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An Introduction to Categorical Data Analysis, 2nd Edition

An Introduction to Categorical Data Analysis, 2nd Edition

Alan Agresti

ISBN: 978-0-470-11474-2 May 2007 400 Pages

 E-Book

$82.50

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The first edition of this text has sold over 19,600 copies. However, the use of statistical methods for categorical data has increased dramatically in recent years, particularly for applications in the biomedical and social sciences. A second edition of the introductory version of the book will suit it nicely. Wiley also published a second edition of Categorical Data Analysis, which is an advanced, more technical text, in 2003.

 

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Preface to the Second Edition xv

1. Introduction 1

1.1 Categorical Response Data, 1

1.1.1 Response/Explanatory Variable Distinction, 2

1.1.2 Nominal/Ordinal Scale Distinction, 2

1.1.3 Organization of this Book, 3

1.2 Probability Distributions for Categorical Data, 3

1.2.1 Binomial Distribution, 4

1.2.2 Multinomial Distribution, 5

1.3 Statistical Inference for a Proportion, 6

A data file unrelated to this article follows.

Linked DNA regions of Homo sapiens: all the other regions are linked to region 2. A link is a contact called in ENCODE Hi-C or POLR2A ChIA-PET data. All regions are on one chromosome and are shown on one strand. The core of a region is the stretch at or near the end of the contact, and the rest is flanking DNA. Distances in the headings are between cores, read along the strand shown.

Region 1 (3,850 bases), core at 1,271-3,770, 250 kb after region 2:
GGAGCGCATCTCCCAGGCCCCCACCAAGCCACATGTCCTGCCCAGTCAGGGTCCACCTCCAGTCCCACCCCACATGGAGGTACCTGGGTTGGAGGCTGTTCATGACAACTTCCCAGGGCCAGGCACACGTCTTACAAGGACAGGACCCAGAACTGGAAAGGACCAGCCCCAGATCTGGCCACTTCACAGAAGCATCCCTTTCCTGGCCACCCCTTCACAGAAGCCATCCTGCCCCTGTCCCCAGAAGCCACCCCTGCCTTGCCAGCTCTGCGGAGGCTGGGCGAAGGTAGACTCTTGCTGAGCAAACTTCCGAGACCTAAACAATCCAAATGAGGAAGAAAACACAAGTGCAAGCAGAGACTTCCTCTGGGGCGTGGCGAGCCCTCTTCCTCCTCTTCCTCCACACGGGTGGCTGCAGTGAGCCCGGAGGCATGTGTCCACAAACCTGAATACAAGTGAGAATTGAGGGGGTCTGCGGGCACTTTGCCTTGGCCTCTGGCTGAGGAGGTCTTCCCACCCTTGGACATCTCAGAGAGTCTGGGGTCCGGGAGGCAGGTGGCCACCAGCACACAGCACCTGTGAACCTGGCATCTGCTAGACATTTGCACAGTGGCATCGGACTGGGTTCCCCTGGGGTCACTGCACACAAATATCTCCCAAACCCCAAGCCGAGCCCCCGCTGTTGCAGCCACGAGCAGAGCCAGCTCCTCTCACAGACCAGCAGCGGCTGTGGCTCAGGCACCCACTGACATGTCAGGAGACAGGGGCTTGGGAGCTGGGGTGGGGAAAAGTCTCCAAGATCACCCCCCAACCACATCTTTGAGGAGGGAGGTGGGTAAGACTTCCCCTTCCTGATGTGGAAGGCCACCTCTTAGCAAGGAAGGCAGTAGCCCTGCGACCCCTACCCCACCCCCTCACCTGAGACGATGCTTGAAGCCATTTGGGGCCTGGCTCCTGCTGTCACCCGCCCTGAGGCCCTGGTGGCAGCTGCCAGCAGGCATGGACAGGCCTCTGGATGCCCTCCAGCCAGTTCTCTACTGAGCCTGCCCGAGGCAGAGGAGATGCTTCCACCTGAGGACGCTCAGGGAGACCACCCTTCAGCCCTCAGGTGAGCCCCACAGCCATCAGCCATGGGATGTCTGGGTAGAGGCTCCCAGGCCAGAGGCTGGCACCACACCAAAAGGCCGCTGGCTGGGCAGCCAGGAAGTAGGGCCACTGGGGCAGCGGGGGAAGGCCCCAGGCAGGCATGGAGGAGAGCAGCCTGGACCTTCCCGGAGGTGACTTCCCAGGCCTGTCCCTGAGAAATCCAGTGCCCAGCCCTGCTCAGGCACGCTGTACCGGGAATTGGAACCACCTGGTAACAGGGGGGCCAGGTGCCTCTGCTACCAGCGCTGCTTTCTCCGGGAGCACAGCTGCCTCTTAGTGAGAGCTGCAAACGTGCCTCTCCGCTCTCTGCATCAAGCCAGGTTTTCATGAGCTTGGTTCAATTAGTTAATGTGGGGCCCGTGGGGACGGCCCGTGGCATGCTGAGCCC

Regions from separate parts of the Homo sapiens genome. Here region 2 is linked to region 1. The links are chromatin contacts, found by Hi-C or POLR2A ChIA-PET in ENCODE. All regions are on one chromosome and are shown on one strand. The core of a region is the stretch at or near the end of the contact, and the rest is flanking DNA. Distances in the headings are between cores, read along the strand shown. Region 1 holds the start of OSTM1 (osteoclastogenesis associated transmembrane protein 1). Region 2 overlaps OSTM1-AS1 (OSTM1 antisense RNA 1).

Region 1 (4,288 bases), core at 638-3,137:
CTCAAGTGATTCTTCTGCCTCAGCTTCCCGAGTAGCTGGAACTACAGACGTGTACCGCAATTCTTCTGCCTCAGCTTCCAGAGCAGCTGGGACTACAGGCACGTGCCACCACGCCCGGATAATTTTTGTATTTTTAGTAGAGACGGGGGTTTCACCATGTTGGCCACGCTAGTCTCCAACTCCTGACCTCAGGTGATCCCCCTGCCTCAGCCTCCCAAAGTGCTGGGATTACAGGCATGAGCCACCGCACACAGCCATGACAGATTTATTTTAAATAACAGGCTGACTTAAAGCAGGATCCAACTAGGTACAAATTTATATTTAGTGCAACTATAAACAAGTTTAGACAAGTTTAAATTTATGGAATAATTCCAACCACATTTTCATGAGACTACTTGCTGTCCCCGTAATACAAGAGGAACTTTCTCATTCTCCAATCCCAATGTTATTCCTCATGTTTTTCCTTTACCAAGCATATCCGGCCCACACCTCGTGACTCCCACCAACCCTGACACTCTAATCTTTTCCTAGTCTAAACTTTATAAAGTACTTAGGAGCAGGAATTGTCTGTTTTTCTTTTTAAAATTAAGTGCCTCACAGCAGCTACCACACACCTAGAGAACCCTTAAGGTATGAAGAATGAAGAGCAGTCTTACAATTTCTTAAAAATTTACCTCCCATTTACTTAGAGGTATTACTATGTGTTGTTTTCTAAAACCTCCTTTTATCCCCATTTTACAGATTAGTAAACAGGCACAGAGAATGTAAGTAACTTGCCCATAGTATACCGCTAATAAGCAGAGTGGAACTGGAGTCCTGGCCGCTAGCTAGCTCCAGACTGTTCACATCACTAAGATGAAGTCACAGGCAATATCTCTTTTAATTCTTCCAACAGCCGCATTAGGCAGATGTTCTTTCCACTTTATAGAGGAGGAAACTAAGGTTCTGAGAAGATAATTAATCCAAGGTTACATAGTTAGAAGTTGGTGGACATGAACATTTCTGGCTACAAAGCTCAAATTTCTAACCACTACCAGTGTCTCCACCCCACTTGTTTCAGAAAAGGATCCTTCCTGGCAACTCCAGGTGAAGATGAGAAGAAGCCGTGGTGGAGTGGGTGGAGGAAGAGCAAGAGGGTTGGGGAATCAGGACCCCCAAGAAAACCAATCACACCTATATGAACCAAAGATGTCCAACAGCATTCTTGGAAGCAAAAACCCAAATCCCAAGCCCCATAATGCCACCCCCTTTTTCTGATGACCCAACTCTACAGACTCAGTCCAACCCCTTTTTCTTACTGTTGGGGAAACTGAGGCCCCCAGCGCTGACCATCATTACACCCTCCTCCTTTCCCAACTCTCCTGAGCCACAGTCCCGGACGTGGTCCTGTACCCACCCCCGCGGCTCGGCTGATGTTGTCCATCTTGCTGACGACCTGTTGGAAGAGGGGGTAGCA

1.3.1 Likelihood Function and Maximum Likelihood Estimation, 6

1.3.2 Significance Test About a Binomial Proportion, 8

1.3.3 Example: Survey Results on Legalizing Abortion, 8

1.3.4 Confidence Intervals for a Binomial Proportion, 9

1.4 More on Statistical Inference for Discrete Data, 11

1.4.1 Wald, Likelihood-Ratio, and Score Inference, 11

1.4.2 Wald, Score, and Likelihood-Ratio Inference for Binomial Parameter, 12

1.4.3 Small-Sample Binomial Inference, 13

1.4.4 Small-Sample Discrete Inference is Conservative, 14

1.4.5 Inference Based on the Mid P-value, 15

1.4.6 Summary, 16

Problems, 16

2. Contingency Tables 21

2.1 Probability Structure for Contingency Tables, 21

2.1.1 Joint, Marginal, and Conditional Probabilities, 22

2.1.2 Example: Belief in Afterlife, 22

2.1.3 Sensitivity and Specificity in Diagnostic Tests, 23

2.1.4 Independence, 24

2.1.5 Binomial and Multinomial Sampling, 25

2.2 Comparing Proportions in Two-by-Two Tables, 25

2.2.1 Difference of Proportions, 26

2.2.2 Example: Aspirin and Heart Attacks, 26